Developments in technology over the last forty years have been vast. We moved from server-based technologies in the 90s to open source in the 00s, then there was the rise of the cloud era and big capacity programming. Moving into the 10s, the Big Data revolution has driven other innovations such as global connectivity and IOT sensors. All of these developments mean an increased demand to do more with data; but doing more with data means spending more money, as most big organisations are starting to find out.
The days of everything being on-prem in a data centre with fixed costs are gone. With a push to the likes of Google, Amazon and Microsoft Azure, many of these costs are now operational costs where organisations pay by month or by usage. As a result, a lot of the pain that cloud technology started to solve is coming back around in the shape of new problems. The other issue these big organisations are facing is the great amount of legacy technology (old transactional, non-transactional and analytics databases for example) that exists thanks to the constant chasing of new technologies and therefore projects which never get finished.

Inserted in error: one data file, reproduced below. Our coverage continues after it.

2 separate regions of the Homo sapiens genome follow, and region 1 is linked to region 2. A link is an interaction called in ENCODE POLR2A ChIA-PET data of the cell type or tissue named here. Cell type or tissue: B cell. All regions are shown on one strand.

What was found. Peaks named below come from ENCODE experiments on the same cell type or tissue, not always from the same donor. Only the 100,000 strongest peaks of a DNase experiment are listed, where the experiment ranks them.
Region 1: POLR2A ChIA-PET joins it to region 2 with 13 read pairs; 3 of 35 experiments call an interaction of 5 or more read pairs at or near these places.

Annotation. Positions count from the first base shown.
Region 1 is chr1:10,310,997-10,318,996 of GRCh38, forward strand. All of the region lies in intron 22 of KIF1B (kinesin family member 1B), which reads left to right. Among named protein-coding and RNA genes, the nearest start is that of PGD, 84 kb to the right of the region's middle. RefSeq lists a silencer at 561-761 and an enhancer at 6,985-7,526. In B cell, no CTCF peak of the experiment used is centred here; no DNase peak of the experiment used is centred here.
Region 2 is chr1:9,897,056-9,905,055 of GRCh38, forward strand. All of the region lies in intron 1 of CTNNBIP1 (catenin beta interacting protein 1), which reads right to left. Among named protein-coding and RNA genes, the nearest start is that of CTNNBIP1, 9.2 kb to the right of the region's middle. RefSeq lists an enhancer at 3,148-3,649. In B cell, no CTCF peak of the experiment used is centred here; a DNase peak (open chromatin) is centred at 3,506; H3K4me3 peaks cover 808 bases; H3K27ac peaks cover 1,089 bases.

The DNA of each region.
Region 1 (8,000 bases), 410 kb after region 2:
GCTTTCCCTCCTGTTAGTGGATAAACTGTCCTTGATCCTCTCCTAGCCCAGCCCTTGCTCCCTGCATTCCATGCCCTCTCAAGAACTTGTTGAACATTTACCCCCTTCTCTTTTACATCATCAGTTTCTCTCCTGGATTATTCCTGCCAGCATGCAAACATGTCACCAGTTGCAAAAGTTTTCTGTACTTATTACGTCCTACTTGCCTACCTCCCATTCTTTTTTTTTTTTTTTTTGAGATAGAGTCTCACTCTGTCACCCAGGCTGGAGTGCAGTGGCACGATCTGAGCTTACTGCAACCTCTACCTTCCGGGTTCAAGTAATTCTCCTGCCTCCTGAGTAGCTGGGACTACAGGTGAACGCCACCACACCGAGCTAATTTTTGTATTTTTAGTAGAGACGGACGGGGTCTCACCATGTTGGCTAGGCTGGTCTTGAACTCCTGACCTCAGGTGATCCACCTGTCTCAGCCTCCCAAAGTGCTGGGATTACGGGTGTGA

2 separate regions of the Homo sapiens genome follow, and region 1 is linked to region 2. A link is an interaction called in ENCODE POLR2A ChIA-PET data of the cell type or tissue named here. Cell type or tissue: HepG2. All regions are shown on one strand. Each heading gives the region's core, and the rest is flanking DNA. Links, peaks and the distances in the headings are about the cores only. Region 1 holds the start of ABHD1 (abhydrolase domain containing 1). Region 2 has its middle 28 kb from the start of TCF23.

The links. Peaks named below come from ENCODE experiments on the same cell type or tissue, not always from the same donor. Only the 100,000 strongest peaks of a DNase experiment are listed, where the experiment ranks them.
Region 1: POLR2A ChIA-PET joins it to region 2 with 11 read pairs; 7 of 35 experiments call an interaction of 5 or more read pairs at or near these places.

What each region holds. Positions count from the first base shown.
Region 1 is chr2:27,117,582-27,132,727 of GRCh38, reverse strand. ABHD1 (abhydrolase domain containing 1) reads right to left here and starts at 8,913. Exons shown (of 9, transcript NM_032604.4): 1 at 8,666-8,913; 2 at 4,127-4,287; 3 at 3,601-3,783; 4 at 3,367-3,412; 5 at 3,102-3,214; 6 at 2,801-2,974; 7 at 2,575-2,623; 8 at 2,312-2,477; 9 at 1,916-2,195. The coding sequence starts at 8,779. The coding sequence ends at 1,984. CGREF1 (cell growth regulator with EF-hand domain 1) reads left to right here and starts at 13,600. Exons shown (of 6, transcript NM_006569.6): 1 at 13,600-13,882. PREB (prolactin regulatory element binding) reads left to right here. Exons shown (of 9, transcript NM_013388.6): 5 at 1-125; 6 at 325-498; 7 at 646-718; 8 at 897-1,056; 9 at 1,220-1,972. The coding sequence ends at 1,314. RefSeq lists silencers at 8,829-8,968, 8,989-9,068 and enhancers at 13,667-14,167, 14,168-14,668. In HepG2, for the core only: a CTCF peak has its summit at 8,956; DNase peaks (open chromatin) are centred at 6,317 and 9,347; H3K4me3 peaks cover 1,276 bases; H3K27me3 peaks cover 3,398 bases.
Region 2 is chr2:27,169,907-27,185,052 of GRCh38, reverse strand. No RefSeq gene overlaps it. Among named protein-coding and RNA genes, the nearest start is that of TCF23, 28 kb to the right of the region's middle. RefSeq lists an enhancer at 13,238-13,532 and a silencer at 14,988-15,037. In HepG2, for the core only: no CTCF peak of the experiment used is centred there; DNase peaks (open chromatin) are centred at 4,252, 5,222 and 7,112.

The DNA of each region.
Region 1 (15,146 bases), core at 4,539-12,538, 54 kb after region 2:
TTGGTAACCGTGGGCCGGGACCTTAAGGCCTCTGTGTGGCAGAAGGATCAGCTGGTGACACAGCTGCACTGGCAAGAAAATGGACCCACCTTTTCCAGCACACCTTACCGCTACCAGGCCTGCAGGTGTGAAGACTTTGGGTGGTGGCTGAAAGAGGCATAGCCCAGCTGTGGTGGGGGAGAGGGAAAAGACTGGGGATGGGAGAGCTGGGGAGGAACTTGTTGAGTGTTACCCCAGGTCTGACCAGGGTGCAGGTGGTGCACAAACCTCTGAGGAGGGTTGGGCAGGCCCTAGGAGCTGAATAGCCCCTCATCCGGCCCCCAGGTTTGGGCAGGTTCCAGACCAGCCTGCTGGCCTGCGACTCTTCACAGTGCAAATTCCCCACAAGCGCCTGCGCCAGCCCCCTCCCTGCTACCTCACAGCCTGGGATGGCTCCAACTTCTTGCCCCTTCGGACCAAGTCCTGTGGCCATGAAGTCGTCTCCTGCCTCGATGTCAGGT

In the digital age, businesses rely on a vast number of technologies, tools and processes in order to operate. There are probably three or four thousand tools you can choose from, with the deciding factors usually being who gives you the best rate or the best pitch, regardless of whether it’s the right fit for the business. Organisations are finding it increasingly hard to know which technology they should be using and how to continually optimise their tech stack. This is down to several factors:
• an inability to predict cost and performance across different scenarios
• unrealistic expectations on ease of implementing the tech, with all vendors promoting their product as the ‘silver bullet’
• the disruption caused by testing and optimising tech in a live setting
So, what’s the solution? Well, one way to overcome these challenges is by using digital twins, synthetic data and simulations.
A digital twin is a virtual representation of an organisation which serves as a digital counterpart to be used for simulating scenarios, testing technologies and integrations, optimising processes, plus monitoring and maintaining systems – all in a safe, cost efficient and fast environment. ‘Testing on speed’ as we like to call it. Data from the real world will pass through that virtual model and that will allow you to apply machine learning or deep learning for example, with the idea being that you can push that data back into the real world to achieve great insights.
As an example, we were tasked by one of our partners with creating a real-time platform capable of ingesting one million transactions per second. As you can imagine, that’s a huge undertaking, involving hundreds and hundreds of nodes of processing globally. Thankfully, we were able to use digital twins to build that area in a safe test environment before rolling it out across the globe, which would cost millions of dollars.